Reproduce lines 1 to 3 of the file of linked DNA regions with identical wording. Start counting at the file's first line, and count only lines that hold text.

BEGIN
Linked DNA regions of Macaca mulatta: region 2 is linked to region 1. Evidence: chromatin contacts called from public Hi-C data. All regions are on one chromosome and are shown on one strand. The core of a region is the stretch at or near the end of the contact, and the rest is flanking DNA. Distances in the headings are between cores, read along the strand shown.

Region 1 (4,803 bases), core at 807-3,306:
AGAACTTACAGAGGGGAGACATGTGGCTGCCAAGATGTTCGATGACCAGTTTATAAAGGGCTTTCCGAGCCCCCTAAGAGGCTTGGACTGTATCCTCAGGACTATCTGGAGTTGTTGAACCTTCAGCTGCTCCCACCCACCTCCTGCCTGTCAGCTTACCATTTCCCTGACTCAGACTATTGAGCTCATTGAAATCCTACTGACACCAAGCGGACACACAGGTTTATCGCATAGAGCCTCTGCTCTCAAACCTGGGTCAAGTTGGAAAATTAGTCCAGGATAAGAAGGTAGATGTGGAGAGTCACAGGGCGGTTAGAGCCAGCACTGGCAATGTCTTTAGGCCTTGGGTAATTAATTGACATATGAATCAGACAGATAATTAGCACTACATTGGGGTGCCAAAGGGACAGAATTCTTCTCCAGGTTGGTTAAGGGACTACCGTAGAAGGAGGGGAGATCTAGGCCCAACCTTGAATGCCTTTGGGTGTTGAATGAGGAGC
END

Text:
Linked DNA regions of Macaca mulatta: region 2 is linked to region 1. Evidence: chromatin contacts called from public Hi-C data. All regions are on one chromosome and are shown on one strand. The core of a region is the stretch at or near the end of the contact, and the rest is flanking DNA. Distances in the headings are between cores, read along the strand shown.

Region 1 (4,803 bases), core at 807-3,306:
AGAACTTACAGAGGGGAGACATGTGGCTGCCAAGATGTTCGATGACCAGTTTATAAAGGGCTTTCCGAGCCCCCTAAGAGGCTTGGACTGTATCCTCAGGACTATCTGGAGTTGTTGAACCTTCAGCTGCTCCCACCCACCTCCTGCCTGTCAGCTTACCATTTCCCTGACTCAGACTATTGAGCTCATTGAAATCCTACTGACACCAAGCGGACACACAGGTTTATCGCATAGAGCCTCTGCTCTCAAACCTGGGTCAAGTTGGAAAATTAGTCCAGGATAAGAAGGTAGATGTGGAGAGTCACAGGGCGGTTAGAGCCAGCACTGGCAATGTCTTTAGGCCTTGGGTAATTAATTGACATATGAATCAGACAGATAATTAGCACTACATTGGGGTGCCAAAGGGACAGAATTCTTCTCCAGGTTGGTTAAGGGACTACCGTAGAAGGAGGGGAGATCTAGGCCCAACCTTGAATGCCTTTGGGTGTTGAATGAGGAGC